In Cuzco this is not what you would expect from the United States when you hear the words hot chocolate. It is not covered with whipped cream, nor made from a powder filled with all kinds of things other than chocolate.

Instead it is rich and dark, made from bars of local chocolate that contain cocoa butter, sugar, and lots of very flavorful cacao. People add pieces from the bars to boiling water and then add hot milk to taste. Read the rest of this entry

The Surprise of Urine

Arnold Fernandez Coraza

Yesterday I was walking slowly in San Blas. I was sad because last night I had a problem with my good friend. When I arrived at the Main Square, the Plaza de Armas, I passed by an artisan. He was displaying his handicrafts. He asked me where I was from and I told him, “I am from Cusco and have lived all my life here.”

He told me his name was Timoteo. He was an older man, maybe fifty or sixty years old. He started talking to me and I forgot my sorrows. Timoteo let off good vibes that showed he was a good man.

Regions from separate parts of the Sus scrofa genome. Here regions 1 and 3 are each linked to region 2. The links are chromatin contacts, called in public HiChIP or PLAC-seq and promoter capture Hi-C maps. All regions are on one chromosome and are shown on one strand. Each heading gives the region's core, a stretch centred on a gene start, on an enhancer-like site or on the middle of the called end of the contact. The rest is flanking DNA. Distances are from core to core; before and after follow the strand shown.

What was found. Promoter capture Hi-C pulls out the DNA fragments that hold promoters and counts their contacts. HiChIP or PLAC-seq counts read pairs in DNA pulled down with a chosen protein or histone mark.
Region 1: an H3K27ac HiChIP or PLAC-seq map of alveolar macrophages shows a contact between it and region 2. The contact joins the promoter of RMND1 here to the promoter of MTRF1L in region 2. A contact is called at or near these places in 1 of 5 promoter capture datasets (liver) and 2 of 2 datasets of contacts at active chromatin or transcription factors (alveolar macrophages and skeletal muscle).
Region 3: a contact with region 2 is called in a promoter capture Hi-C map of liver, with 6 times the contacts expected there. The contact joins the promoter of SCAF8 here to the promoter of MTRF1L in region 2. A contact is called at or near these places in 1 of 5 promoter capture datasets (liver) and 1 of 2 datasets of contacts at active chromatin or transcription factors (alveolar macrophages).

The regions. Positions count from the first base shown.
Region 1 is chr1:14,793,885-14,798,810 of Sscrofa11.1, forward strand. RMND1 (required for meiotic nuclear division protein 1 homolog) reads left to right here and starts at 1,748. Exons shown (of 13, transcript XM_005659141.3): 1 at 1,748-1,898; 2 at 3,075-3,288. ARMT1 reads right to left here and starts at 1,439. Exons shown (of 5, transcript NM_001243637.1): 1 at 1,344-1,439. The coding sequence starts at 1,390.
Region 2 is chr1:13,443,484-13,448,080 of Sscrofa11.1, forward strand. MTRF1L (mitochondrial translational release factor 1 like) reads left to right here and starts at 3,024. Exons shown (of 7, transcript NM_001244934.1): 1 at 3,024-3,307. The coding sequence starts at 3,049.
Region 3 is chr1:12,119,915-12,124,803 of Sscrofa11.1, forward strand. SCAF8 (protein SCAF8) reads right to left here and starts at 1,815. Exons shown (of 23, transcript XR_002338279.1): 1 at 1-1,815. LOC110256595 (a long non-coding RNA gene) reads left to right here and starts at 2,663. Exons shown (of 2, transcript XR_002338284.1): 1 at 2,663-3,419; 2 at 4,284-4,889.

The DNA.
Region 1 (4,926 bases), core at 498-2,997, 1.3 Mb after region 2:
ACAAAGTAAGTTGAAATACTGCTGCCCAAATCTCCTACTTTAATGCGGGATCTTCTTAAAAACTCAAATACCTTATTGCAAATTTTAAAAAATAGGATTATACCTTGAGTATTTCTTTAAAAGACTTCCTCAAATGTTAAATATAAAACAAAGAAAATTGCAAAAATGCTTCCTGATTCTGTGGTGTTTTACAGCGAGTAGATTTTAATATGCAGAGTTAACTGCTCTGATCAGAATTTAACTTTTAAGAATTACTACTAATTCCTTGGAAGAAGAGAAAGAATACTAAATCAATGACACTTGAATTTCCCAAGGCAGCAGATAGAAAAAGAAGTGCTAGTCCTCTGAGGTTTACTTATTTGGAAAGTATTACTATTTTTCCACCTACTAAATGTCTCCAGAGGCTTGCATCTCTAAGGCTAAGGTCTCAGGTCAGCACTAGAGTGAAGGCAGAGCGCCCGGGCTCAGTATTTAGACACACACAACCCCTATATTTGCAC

We talked and every word he said was wise. He told me he was not from Cuzco though he had lived here almost his whole life. He said he worked always with handicrafts. “I feel good,” he said “creating new jewelry for visitors and local people.” Read the rest of this entry

Peruvian Carob, Algarrobo, Imparts Great Flavor

Brayan Coraza Morveli

In Peru there is a tree called algarrobo whose name is usually translated into English as carob. While the traditional carob is native to the Middle East, this tree, which produces a bean with a carob taste, is indigenous to Peru.

The algarrobo has the form of a big legume tree, like a massive bush bean plant. It grows pods that are similar to those of other legumes. From it is extracted a syrup we call algarrobina which has great demand in Peruvian gastronomy. Read the rest of this entry